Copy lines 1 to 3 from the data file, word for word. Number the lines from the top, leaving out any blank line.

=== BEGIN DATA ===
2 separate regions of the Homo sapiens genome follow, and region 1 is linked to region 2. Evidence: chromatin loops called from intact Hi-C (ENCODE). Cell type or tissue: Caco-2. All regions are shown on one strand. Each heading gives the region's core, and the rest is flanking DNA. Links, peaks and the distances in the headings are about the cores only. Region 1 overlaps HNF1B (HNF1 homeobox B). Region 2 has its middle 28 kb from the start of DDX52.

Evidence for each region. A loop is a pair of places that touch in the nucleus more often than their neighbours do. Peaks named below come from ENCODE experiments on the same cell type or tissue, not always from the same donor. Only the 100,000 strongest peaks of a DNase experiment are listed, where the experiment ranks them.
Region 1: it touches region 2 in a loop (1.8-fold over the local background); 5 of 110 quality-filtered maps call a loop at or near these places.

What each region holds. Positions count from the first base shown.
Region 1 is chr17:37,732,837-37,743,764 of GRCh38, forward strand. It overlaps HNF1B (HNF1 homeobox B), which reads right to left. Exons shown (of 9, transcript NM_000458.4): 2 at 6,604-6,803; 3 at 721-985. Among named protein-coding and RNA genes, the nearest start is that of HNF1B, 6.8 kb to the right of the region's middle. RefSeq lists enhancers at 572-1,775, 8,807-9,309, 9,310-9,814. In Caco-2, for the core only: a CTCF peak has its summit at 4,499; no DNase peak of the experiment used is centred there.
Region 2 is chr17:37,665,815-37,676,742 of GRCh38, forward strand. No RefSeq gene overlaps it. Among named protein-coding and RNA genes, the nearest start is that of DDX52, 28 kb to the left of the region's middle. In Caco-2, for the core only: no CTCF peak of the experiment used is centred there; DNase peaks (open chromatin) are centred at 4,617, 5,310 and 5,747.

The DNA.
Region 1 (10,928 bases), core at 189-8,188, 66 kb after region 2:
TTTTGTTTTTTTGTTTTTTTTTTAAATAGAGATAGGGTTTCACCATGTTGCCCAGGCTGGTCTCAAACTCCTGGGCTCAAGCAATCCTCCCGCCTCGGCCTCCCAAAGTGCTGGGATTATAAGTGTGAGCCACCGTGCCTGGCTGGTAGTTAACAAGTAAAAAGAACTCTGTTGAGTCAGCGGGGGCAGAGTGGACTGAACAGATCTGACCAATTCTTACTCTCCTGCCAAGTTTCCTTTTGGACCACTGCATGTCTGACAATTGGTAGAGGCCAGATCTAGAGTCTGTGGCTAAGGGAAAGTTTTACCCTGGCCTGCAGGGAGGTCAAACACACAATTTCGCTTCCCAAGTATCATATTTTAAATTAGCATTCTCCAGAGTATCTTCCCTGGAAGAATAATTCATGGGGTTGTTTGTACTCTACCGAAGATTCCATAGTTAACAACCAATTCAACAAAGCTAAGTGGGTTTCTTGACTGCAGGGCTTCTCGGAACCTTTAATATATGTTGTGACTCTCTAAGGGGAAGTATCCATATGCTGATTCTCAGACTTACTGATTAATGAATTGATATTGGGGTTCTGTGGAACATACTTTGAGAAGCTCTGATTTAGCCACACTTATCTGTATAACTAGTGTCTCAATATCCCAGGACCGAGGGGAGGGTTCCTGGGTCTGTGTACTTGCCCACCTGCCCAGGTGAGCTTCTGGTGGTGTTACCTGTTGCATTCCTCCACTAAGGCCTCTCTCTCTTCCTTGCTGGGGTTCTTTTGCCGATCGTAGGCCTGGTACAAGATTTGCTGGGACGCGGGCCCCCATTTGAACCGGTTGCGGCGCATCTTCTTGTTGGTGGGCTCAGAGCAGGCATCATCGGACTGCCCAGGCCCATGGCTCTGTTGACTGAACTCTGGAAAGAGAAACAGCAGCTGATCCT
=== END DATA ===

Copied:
2 separate regions of the Homo sapiens genome follow, and region 1 is linked to region 2. Evidence: chromatin loops called from intact Hi-C (ENCODE). Cell type or tissue: Caco-2. All regions are shown on one strand. Each heading gives the region's core, and the rest is flanking DNA. Links, peaks and the distances in the headings are about the cores only. Region 1 overlaps HNF1B (HNF1 homeobox B). Region 2 has its middle 28 kb from the start of DDX52.

Evidence for each region. A loop is a pair of places that touch in the nucleus more often than their neighbours do. Peaks named below come from ENCODE experiments on the same cell type or tissue, not always from the same donor. Only the 100,000 strongest peaks of a DNase experiment are listed, where the experiment ranks them.
Region 1: it touches region 2 in a loop (1.8-fold over the local background); 5 of 110 quality-filtered maps call a loop at or near these places.